Your furry, four-legged friend may be doing more good than you thought. A new study shows that pet dogs help reduce levels of stress in children.
That’s welcome news for many children and parents around the country, because about 40 percent of families with young kids have a dog. While those numbers support the dog’s position as a much-loved member of the family, scientific research has been light on making the case with real, hard data.
With the new study, researchers from the University of Florida have given dog owners a reason to reward their pups with an extra treat or two.
“Many people think pet dogs are great for kids but scientists aren’t sure if that’s true or how it happens,” said study author Darlene Kertes, an assistant professor in the Psychology department at the University of Florida.
For the study, researchers intentionally placed children between the ages of 7 and 12 into stressful situations, such as public speaking and having to solve difficult arithmetic problems. Then they paired some of the children with their dog, while other children had a parent present. A third group of children had to perform the tasks alone.
The researchers wanted to compare how different social supports — or none at all — affected levels of cortisol, a stress hormone, in the children. After testing the children’s cortisol levels with saliva samples, the researchers discovered that the group of children with dogs present had a positive reaction — even better than having a parent there.
“Our research shows that having a pet dog present when a child is undergoing a stressful experience lowers how much children feel stressed out,” Kertes said. “Children who had their pet dog with them reported feeling less stressed compared to having a parent for social support or having no social support.”
The researchers also found that the way in which the children interacted with their pet dogs led to divergent results.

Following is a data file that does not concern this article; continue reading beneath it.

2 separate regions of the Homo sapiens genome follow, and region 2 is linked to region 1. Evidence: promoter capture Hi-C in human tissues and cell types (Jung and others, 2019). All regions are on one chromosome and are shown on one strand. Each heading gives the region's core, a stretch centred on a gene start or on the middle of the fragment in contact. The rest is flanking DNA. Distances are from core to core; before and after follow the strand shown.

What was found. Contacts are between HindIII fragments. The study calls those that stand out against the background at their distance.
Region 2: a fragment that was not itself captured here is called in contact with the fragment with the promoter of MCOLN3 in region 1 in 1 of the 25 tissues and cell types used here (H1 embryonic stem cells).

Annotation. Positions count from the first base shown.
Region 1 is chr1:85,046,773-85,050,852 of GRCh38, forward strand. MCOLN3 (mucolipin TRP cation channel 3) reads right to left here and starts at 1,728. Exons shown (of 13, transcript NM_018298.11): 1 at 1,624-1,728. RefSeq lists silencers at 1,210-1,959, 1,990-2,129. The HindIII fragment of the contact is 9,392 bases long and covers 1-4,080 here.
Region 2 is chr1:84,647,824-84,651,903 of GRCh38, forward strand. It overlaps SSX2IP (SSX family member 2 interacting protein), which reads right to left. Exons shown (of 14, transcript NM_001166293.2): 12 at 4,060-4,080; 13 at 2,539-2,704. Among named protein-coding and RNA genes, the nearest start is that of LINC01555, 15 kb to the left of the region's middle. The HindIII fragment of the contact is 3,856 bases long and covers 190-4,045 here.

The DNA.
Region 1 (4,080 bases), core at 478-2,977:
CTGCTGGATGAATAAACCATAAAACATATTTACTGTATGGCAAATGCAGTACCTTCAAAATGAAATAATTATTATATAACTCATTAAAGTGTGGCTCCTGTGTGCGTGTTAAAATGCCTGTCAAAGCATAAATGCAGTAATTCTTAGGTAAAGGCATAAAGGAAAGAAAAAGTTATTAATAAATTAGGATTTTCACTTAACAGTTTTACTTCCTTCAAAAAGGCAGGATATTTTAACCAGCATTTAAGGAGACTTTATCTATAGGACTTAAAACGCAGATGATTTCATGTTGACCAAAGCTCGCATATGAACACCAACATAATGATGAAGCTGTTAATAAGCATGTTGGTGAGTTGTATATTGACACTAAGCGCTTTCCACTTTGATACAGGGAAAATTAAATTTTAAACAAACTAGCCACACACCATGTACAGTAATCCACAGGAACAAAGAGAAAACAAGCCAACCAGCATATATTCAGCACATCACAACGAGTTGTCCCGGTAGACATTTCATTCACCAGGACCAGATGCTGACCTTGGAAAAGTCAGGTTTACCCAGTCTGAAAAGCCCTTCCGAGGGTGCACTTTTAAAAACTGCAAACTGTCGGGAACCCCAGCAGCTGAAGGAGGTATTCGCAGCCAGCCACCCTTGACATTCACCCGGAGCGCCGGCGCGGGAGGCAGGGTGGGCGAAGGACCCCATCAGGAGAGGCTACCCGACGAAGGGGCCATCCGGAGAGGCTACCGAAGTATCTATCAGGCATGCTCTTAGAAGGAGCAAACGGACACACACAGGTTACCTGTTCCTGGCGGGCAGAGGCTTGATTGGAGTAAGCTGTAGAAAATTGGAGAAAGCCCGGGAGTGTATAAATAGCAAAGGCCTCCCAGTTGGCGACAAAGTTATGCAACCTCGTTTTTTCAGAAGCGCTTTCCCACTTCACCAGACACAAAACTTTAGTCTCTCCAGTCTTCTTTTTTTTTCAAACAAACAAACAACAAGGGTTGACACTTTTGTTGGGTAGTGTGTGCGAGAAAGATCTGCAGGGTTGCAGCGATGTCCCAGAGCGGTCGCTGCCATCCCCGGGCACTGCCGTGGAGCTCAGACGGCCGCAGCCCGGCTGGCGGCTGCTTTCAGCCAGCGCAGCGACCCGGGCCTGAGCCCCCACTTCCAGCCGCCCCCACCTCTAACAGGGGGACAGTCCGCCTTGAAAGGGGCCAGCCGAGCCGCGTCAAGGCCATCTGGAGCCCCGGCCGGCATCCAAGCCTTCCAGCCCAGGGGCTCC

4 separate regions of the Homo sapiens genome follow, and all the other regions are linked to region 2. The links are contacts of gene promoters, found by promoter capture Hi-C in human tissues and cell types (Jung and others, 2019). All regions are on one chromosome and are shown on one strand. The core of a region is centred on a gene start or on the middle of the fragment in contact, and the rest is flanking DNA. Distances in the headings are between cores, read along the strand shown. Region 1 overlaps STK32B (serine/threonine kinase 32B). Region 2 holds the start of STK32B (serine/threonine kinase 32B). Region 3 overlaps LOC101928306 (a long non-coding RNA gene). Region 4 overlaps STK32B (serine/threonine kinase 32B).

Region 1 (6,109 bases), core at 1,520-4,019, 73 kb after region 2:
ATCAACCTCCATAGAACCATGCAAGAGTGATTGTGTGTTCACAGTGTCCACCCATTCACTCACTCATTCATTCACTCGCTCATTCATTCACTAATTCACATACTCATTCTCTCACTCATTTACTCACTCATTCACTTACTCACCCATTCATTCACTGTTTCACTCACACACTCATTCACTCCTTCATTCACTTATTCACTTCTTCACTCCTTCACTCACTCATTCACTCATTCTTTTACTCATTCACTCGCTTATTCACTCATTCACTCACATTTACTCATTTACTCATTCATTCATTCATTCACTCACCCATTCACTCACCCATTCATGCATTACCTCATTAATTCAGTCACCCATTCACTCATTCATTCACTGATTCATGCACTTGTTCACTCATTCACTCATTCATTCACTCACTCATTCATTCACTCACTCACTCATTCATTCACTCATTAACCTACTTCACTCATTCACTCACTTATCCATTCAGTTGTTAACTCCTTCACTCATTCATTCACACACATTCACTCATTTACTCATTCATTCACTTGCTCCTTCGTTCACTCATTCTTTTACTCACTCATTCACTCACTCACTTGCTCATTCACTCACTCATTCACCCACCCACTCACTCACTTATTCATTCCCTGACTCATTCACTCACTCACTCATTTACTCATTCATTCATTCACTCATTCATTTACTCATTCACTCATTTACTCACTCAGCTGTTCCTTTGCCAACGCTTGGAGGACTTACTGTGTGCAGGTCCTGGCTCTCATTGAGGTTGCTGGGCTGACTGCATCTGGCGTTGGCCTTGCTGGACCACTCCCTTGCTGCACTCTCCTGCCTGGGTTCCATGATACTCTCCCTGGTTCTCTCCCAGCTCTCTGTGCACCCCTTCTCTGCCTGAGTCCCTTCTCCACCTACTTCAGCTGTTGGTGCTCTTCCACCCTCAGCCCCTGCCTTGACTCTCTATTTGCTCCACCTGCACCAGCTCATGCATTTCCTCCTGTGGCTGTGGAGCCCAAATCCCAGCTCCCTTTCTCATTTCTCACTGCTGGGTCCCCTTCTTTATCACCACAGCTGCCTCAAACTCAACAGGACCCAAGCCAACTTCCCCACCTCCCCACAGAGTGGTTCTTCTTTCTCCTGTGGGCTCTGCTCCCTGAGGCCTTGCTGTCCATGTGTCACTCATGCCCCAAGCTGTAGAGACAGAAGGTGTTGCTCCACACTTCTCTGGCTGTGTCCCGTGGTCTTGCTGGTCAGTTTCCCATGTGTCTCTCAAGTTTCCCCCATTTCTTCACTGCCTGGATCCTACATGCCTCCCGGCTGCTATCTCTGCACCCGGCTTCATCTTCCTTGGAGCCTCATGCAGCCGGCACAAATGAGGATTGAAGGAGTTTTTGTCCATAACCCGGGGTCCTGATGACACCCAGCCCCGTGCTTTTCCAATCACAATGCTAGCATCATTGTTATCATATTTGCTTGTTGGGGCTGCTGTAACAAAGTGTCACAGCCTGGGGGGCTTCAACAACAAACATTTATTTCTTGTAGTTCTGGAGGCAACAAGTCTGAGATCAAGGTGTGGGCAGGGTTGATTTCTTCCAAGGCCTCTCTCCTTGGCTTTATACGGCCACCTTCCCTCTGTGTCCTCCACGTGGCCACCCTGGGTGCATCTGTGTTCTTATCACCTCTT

“Children who actively solicited their dogs to come and be pet or stroked had lower cortisol levels compared to children who engaged their dogs less,” said Kertes. “When dogs hovered around or approached children on their own, however, children’s cortisol tended to be higher.”
The results are leading researchers to believe that dogs can play an important role in helping children mature. Other studies have shown that canines can help kids improve their “autonomy, self-concept and empathy.”
“Middle childhood is a time when children’s social support figures are expanding beyond their parents, but their emotional and biological capacities to deal with stress are still maturing,” said Kertes. “Because we know that learning to deal with stress in childhood has lifelong consequences for emotional health and well-being, we need to better understand what works to buffer those stress responses early in life.”
The next time you want to send your pooch to the doghouse, you may want to think twice. It appears your dog is doing some nifty character-building work behind the scenes.
“How we learn to deal with stress as children has lifelong consequences for how we cope with stress as adults,” said Kertes.
Richard Scott is a health care reporter focusing on health policy and public health. Richard keeps tabs on national health trends from his Philadelphia location and is an active member of the Association of Health Care Journalists.